- Historic Sites
The Battle Of The Little Bighorn
Fate brought Custer and Sitting Bull together one bloody June evening at the Little Bighorn—and marked the end of the Wild West
Spring 2010 | Volume 60, Issue 1
Many of the places associated with the Battle of the Little Bighorn, on the other hand, proved remarkably unchanged, providing a fascinating opportunity to see what Custer and Sitting Bull had seen 134 years ago. I rode across the irregular hills of the battlefield with Crow tribal member Charlie Real Bird as my guide, and I ventured to the Black Hills in South Dakota, where I had lunch with Ernie LaPointe, the great-grandson of Sitting Bull. I traveled by boat up the Bighorn River to its confluence with the Little Bighorn, where, just a few days after the battle, the 190-foot riverboat Far West had been loaded with 50 wounded soldiers and a horse named Comanche before traveling more than 500 miles to Bismarck, North Dakota, to deliver the first word of the disaster. Only a few miles south of Bismarck is Fort Lincoln, the former home of Custer’s 7th Cavalry. In the summer of 2007, after spending several days at the nearby Standing Rock Sioux Reservation, Sitting Bull’s final home, I embarked on a four-day road trip as I followed Custer’s route more than 300 miles west to Last Stand Hill in south central Montana.
Two years later, during the summer of 2009, I had what I’ve since realized was my most instructive visit to the battlefield. By that time I’d completed a first draft of my book and was as familiar with the written sources as I was ever going to get. One of those sources, a 26,000-word first- person narrative that raised as many questions as it answered, had made it imperative that I return to the scene of the battle.
The question of evidence is central to any work of history, but it is especially important to understanding the Battle of the Little Bighorn. Even before the fighting was over, many of the 7th Cavalry’s survivors had begun to calculate how to cast their actions in the best possible light. A subsequent court of inquiry only compounded the prevarications, and in the following decades the controversial nature of the battle inevitably influenced the way it was remembered.
Problems of evidence also plagued native accounts. In the years after the battle, many warriors were concerned that they might suffer some form of retribution if they didn’t tell their white inquisitors what they wanted to hear. Then there were the problems associated with the interpreters, many of whom had their own agendas.
From the beginning of my research, I found myself intrigued and perplexed by an account written by Peter Thompson, a 22-year-old private who had been awarded the Medal of Honor for bravery during the battle. Thompson should have died with Custer. Luckily for him, his horse gave out, and he was forced to follow after his leader on foot. Thompson eventually managed to join up with Reno’s battalion and as a consequence lived to tell about his experiences along the Little Bighorn.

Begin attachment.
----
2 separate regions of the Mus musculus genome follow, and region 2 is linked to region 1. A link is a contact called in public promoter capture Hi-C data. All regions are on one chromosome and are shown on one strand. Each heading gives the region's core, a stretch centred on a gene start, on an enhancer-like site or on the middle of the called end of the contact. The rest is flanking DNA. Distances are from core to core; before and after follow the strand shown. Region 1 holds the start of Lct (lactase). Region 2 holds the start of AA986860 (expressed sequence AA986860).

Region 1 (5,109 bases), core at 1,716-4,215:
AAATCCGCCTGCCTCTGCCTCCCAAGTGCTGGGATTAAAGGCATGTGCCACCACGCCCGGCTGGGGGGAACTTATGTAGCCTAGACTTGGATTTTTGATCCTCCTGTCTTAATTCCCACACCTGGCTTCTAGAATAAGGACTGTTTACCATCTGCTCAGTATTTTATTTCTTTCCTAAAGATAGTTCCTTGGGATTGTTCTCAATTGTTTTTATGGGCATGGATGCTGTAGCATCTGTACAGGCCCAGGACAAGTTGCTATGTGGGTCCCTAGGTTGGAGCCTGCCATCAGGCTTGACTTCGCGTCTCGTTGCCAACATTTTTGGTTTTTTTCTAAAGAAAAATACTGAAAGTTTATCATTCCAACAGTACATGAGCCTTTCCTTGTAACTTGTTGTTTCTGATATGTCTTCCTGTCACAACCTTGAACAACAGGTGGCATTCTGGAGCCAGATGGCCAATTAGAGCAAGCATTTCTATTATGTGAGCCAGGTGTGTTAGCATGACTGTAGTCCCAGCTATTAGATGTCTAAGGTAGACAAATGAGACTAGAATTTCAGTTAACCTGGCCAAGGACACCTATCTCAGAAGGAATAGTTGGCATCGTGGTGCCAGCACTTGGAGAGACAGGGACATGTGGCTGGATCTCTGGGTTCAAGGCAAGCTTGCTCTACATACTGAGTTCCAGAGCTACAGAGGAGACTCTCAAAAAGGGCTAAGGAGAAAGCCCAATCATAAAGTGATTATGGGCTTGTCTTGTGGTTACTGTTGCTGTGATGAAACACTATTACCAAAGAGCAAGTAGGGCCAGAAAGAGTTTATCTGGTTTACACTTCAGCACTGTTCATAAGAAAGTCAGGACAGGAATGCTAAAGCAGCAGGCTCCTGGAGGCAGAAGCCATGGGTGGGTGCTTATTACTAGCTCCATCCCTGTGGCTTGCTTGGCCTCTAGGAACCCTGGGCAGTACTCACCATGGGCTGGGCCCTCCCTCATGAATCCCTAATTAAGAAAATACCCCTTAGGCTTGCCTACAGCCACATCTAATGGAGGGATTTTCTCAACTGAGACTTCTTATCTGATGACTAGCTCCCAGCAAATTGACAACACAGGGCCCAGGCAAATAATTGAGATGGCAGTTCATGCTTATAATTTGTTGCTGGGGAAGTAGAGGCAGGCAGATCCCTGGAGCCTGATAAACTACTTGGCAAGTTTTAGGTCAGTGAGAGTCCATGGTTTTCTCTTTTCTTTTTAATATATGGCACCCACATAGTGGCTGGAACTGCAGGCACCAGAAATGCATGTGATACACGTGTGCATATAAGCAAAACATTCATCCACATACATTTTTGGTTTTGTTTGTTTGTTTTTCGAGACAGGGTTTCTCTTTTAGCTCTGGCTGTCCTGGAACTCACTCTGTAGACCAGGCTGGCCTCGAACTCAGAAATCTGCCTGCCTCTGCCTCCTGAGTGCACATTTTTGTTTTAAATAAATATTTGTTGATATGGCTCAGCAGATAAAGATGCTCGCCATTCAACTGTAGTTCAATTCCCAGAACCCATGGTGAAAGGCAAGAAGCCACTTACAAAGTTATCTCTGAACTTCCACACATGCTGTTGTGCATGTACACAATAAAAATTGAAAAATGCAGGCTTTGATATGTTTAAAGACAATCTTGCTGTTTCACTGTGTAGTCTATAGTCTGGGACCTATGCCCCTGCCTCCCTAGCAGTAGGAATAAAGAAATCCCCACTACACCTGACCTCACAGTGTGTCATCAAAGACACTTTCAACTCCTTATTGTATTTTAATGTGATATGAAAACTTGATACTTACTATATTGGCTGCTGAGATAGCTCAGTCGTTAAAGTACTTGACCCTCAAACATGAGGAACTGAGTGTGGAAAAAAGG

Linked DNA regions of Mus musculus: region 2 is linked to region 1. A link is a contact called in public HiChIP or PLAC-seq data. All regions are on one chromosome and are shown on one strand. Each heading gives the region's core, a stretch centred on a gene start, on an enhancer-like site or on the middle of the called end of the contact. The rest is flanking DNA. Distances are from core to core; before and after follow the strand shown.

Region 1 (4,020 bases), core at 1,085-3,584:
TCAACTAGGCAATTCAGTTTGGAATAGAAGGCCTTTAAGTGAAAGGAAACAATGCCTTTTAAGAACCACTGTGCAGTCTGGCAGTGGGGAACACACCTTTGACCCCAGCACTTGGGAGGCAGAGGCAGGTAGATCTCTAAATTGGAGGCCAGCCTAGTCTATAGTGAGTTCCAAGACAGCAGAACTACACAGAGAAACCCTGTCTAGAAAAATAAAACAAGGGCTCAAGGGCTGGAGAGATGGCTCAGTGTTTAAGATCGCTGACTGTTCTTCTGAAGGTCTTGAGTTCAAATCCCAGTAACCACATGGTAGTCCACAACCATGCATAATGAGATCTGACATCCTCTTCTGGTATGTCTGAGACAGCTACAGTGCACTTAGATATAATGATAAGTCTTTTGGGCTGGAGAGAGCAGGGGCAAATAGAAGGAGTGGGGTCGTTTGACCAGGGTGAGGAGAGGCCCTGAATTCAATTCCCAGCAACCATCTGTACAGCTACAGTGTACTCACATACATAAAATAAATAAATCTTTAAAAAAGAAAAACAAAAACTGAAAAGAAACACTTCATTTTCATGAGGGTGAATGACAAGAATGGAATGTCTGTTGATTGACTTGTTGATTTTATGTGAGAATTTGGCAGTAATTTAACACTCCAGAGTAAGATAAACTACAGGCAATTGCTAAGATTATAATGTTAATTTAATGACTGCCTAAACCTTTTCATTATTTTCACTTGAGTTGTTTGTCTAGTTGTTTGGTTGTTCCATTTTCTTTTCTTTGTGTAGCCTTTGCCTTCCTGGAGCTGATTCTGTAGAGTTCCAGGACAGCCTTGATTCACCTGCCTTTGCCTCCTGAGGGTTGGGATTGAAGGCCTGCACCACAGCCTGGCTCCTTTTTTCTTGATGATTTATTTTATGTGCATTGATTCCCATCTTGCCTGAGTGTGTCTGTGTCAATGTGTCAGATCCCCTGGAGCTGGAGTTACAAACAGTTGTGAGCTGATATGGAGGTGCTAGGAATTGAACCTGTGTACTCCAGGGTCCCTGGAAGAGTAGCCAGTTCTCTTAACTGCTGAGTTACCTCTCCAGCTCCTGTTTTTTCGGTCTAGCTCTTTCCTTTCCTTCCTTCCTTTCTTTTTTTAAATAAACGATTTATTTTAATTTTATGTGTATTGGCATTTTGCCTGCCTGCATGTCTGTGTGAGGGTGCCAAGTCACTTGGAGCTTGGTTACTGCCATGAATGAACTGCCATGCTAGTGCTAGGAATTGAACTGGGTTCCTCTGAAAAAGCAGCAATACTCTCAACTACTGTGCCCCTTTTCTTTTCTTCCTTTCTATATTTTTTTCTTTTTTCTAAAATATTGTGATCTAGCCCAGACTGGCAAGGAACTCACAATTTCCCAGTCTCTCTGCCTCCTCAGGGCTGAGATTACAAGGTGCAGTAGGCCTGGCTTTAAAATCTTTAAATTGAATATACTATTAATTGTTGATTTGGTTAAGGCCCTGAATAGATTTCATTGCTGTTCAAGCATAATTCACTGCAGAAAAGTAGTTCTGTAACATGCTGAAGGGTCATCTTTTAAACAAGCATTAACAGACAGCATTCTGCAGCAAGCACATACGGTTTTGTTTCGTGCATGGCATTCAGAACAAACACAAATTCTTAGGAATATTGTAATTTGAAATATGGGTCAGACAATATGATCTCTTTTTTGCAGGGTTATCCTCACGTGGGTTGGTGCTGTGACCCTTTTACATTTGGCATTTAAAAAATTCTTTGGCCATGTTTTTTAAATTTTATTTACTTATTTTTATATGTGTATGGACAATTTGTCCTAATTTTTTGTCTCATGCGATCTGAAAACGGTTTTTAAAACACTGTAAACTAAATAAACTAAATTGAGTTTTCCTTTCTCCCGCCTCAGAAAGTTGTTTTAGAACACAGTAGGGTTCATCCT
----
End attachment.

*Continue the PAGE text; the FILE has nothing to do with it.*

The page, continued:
Thirty-eight years later, Thompson published his own account of the battle, in which he insisted that, while wandering along the river in search of his battalion, he had come across none other than George Armstrong Custer, on his horse Vic, just an hour or so before his death. At the time of its publication, many readers found it difficult to believe Thompson’s account. In addition to the claim of having seen Custer all alone by the river, the narrative described several other seemingly improbable occurrences.
In the decades since its appearance, most scholars have chosen to ignore, if not dismiss, Thompson’s account. From the first time I read it, however, I was struck by how Thompson conveyed an authentic sense of the disorientation and randomness of battle. I also began to notice that in the last decade or so there had been several instances in which notable Little Bighorn scholars, including the archaeologist Richard Fox and historian Richard Hardorff, had looked to Thompson’s narrative for corroboration of other accounts. After years of neglect, Thompson seemed to be making a comeback. Then I read evidence from a 2004 conference suggesting that Thompson had begun assembling notes for his narrative soon after the battle. Instead of the hazy recollections of an old man looking back, Thompson’s narrative was apparently based on memories that had been recorded within months of the fighting.
It wasn’t until early last summer, soon after completing the first draft of The Last Stand , that I managed to track down one of the presenters at that conference, a resident of Rapid City, South Dakota, named Rocky Boyd. Rocky had spent years researching Peter Thompson, and after several phone calls and a lengthy e-mail exchange, we made plans to meet at the battlefield in early July.
Rocky arrived with his daughter, Kelly, and his seven-year-old grandson, Andrew. For my part, I was accompanied by Mike Hill, my friend and researcher. We secured permits from the park rangers to go “off road” in search of Thompson’s trail. The plan was for Rocky and Andrew to remain on the bluffs, where Rocky would direct Mike, Kelly, and me (all of us sporting ranger-provided orange vests) by cell phone as we tramped over the dusty, sun-baked banks of the Little Bighorn.
It proved to be an extraordinary afternoon. After three and a half years of research, I began to see the ravines, coulees, and bluffs along the Little Bighorn in an entirely different way. Instead of a stretch of terrain to be analyzed and evaluated, this was now a living landscape of fear, exhilaration, and suffering.